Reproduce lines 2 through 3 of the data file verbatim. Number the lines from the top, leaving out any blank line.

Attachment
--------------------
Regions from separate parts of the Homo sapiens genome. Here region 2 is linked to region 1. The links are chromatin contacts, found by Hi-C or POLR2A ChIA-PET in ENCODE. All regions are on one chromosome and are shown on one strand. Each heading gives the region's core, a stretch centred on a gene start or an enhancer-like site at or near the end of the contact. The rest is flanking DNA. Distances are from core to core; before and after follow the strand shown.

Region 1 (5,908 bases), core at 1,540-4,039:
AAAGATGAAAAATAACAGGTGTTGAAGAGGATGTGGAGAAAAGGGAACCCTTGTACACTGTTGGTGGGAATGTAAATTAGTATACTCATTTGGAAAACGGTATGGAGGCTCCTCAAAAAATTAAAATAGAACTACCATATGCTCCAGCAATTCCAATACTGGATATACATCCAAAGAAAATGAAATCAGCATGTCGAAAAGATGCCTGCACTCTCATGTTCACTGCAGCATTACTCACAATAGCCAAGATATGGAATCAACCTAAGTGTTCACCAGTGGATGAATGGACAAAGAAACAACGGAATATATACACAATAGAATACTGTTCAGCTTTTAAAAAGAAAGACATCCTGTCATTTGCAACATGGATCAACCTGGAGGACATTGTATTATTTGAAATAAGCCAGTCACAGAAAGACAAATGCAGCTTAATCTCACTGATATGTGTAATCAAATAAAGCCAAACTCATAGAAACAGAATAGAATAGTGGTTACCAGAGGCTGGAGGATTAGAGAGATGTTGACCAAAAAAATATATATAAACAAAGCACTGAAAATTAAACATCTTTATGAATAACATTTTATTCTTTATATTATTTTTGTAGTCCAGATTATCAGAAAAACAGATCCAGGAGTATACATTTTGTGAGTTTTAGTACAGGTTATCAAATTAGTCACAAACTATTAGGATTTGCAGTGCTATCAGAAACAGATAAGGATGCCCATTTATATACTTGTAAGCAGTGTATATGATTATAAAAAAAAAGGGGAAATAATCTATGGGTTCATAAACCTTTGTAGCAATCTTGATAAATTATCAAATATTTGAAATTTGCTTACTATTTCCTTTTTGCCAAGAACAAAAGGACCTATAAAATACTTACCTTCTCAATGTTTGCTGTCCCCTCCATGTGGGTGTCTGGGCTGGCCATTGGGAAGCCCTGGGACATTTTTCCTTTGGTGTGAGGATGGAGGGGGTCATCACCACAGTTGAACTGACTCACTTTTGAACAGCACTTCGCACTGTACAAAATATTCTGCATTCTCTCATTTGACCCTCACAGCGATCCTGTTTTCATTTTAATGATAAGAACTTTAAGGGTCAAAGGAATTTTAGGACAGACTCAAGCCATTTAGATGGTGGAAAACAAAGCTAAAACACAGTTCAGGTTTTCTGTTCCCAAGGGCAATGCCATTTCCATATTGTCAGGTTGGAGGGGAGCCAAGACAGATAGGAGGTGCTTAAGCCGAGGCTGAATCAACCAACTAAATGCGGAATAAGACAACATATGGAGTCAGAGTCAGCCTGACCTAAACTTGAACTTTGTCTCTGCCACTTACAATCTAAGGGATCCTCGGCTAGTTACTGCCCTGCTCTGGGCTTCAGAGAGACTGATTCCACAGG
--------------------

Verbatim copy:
Region 1 (5,908 bases), core at 1,540-4,039:
AAAGATGAAAAATAACAGGTGTTGAAGAGGATGTGGAGAAAAGGGAACCCTTGTACACTGTTGGTGGGAATGTAAATTAGTATACTCATTTGGAAAACGGTATGGAGGCTCCTCAAAAAATTAAAATAGAACTACCATATGCTCCAGCAATTCCAATACTGGATATACATCCAAAGAAAATGAAATCAGCATGTCGAAAAGATGCCTGCACTCTCATGTTCACTGCAGCATTACTCACAATAGCCAAGATATGGAATCAACCTAAGTGTTCACCAGTGGATGAATGGACAAAGAAACAACGGAATATATACACAATAGAATACTGTTCAGCTTTTAAAAAGAAAGACATCCTGTCATTTGCAACATGGATCAACCTGGAGGACATTGTATTATTTGAAATAAGCCAGTCACAGAAAGACAAATGCAGCTTAATCTCACTGATATGTGTAATCAAATAAAGCCAAACTCATAGAAACAGAATAGAATAGTGGTTACCAGAGGCTGGAGGATTAGAGAGATGTTGACCAAAAAAATATATATAAACAAAGCACTGAAAATTAAACATCTTTATGAATAACATTTTATTCTTTATATTATTTTTGTAGTCCAGATTATCAGAAAAACAGATCCAGGAGTATACATTTTGTGAGTTTTAGTACAGGTTATCAAATTAGTCACAAACTATTAGGATTTGCAGTGCTATCAGAAACAGATAAGGATGCCCATTTATATACTTGTAAGCAGTGTATATGATTATAAAAAAAAAGGGGAAATAATCTATGGGTTCATAAACCTTTGTAGCAATCTTGATAAATTATCAAATATTTGAAATTTGCTTACTATTTCCTTTTTGCCAAGAACAAAAGGACCTATAAAATACTTACCTTCTCAATGTTTGCTGTCCCCTCCATGTGGGTGTCTGGGCTGGCCATTGGGAAGCCCTGGGACATTTTTCCTTTGGTGTGAGGATGGAGGGGGTCATCACCACAGTTGAACTGACTCACTTTTGAACAGCACTTCGCACTGTACAAAATATTCTGCATTCTCTCATTTGACCCTCACAGCGATCCTGTTTTCATTTTAATGATAAGAACTTTAAGGGTCAAAGGAATTTTAGGACAGACTCAAGCCATTTAGATGGTGGAAAACAAAGCTAAAACACAGTTCAGGTTTTCTGTTCCCAAGGGCAATGCCATTTCCATATTGTCAGGTTGGAGGGGAGCCAAGACAGATAGGAGGTGCTTAAGCCGAGGCTGAATCAACCAACTAAATGCGGAATAAGACAACATATGGAGTCAGAGTCAGCCTGACCTAAACTTGAACTTTGTCTCTGCCACTTACAATCTAAGGGATCCTCGGCTAGTTACTGCCCTGCTCTGGGCTTCAGAGAGACTGATTCCACAGG